TOD, or transit-oriented development, means integrated urban places designed to bring people, activities, buildings, and public space together, with easy walking and cycling connection between them and near-excellent transit service to the rest of the city. It means inclusive access for all to local and citywide opportunities and resources by the most efficient and healthful combination of mobility modes, at the lowest financial and environmental cost, and with the highest resilience to disruptive events. Inclusive TOD is a necessary foundation for long-term sustainability, equity, shared prosperity, and civil peace in cities.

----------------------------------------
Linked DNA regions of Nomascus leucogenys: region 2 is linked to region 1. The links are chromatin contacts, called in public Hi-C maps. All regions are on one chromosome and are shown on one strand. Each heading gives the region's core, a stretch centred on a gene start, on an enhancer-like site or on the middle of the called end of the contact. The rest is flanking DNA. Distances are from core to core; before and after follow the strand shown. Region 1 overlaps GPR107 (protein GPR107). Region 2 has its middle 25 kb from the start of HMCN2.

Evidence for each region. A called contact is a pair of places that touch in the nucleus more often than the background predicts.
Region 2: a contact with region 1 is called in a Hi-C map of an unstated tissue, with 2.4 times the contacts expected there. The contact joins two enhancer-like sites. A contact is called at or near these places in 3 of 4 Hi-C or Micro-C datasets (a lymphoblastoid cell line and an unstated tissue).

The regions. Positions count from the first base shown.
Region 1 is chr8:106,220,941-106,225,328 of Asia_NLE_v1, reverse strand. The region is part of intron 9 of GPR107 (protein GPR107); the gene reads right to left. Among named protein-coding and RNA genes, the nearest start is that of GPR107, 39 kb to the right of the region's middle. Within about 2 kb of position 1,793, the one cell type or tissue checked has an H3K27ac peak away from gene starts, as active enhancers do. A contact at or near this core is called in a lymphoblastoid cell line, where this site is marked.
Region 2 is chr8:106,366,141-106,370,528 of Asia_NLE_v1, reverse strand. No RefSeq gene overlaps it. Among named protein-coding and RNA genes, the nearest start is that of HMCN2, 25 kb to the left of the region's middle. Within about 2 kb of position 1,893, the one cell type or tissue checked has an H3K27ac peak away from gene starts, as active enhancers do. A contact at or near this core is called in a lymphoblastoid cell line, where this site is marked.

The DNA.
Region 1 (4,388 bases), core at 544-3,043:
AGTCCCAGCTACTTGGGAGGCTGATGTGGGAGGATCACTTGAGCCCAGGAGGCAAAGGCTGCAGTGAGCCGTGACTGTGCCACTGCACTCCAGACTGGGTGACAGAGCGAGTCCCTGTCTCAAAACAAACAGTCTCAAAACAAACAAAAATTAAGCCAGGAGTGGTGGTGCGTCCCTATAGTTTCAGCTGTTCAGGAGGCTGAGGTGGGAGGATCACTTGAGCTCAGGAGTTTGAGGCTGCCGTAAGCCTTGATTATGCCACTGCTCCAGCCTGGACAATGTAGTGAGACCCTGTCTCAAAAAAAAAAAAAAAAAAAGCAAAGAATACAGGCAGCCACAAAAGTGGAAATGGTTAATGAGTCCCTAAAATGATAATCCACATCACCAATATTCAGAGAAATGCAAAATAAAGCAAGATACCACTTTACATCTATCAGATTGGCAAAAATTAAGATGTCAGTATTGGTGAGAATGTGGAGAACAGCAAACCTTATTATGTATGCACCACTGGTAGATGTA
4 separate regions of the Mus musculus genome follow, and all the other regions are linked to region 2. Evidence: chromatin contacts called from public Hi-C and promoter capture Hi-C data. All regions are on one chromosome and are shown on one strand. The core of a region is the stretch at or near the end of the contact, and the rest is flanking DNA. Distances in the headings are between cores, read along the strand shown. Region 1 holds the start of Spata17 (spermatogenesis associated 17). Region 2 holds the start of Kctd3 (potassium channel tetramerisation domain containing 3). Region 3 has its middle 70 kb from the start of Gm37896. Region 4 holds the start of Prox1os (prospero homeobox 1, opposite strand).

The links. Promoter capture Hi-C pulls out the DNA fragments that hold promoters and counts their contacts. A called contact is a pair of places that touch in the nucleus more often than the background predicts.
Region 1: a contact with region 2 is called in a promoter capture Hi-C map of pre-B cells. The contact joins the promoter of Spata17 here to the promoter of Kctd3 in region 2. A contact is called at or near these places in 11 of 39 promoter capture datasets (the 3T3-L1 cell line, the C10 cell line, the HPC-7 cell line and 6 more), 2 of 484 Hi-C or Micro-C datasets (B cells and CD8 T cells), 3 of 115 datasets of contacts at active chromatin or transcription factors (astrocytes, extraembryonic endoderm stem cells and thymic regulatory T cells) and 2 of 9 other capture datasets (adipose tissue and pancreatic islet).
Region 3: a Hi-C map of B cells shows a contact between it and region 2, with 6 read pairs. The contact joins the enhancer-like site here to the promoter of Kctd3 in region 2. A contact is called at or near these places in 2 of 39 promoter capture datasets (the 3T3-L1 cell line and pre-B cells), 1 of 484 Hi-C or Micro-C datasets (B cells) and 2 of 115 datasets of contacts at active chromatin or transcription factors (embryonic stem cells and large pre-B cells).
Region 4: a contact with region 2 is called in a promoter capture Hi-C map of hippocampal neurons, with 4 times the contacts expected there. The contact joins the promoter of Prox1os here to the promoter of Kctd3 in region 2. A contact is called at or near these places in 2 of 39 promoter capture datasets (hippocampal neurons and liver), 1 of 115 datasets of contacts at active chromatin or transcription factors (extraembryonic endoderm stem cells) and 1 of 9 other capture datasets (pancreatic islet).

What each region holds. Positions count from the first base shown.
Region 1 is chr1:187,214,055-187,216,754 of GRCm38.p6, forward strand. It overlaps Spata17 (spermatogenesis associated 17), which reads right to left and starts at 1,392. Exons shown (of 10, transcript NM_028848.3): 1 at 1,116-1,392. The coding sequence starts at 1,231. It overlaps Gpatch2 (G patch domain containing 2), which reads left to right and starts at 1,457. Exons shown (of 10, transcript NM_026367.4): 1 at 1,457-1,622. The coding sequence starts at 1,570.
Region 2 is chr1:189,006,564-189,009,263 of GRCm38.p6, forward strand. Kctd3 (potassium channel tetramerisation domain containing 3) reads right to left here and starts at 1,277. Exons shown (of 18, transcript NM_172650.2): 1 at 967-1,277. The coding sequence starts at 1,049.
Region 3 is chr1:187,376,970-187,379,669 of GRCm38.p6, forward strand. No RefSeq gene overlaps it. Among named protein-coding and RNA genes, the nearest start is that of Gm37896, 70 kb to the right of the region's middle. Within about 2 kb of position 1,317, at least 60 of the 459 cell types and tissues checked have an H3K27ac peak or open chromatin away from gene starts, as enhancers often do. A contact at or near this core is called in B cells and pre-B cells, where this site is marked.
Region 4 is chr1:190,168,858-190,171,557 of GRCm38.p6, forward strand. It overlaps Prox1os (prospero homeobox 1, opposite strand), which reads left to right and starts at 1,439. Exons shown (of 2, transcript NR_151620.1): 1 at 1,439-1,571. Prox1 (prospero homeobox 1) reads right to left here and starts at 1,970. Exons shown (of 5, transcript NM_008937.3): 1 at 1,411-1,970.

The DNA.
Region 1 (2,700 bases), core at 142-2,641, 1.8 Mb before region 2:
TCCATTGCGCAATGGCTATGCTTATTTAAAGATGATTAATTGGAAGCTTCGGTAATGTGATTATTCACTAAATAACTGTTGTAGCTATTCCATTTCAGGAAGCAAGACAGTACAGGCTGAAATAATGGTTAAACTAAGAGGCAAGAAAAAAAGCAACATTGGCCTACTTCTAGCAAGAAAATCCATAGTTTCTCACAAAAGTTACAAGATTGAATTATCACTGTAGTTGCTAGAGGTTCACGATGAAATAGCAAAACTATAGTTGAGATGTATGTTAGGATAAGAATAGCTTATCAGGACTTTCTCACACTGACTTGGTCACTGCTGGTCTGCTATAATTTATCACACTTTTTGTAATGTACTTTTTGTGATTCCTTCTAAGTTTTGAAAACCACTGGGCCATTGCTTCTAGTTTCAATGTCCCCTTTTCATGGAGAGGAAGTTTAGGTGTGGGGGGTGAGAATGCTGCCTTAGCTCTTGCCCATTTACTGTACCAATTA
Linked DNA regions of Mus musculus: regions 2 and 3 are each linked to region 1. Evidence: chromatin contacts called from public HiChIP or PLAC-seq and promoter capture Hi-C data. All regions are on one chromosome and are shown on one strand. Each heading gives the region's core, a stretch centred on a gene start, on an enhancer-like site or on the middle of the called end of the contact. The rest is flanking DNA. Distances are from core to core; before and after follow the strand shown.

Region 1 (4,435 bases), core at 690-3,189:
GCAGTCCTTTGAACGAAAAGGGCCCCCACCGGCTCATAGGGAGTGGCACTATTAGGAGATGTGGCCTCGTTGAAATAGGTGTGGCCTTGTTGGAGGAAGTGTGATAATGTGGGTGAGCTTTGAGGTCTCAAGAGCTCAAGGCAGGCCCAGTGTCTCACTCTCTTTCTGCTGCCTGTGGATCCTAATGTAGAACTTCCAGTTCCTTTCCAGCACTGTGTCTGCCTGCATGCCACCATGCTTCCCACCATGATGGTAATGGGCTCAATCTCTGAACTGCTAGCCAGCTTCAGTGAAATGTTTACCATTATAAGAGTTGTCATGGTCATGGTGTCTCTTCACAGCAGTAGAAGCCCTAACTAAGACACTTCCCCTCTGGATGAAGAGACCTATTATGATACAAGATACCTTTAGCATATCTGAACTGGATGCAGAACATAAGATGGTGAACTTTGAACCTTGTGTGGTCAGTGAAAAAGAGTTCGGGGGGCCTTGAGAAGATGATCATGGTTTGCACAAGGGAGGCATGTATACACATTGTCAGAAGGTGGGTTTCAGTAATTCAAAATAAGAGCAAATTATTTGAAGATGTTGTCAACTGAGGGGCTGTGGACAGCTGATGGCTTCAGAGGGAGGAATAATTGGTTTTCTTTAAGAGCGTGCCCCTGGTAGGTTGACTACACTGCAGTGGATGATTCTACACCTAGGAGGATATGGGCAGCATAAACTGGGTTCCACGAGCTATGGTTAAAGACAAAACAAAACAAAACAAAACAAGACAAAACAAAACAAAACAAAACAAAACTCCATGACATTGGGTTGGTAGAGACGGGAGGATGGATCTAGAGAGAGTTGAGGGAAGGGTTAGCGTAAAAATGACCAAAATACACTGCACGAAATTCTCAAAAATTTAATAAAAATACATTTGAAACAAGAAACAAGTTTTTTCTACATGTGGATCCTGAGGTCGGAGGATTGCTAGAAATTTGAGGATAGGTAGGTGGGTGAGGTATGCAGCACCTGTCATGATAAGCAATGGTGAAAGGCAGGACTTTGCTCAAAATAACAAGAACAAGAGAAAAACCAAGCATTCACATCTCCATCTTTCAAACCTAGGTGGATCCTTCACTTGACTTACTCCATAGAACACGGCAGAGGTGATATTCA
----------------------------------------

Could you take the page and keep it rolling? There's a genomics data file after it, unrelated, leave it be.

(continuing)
A global shift from urban sprawl to inclusive TOD is a most urgent matter. It is, however, more easily conceptualized than executed. Multiple complex and interdependent elements must be aligned and brought together. They range from infrastructure, street, and building planning and design, to codes, regulation reform, and finance. Diverse participants with disparate world views and interests are involved: decision and policy makers from many institutions, professional technicians of various disciplines, developers and investors, future tenants and residents, people attached to car-based suburban lifestyles, people in communities set to be transformed by redevelopment and densification, and grassroots and civic organizations. In this context, a large-scale shift to TOD must begin with the building of a common understanding and a conceptual framework for collaboration.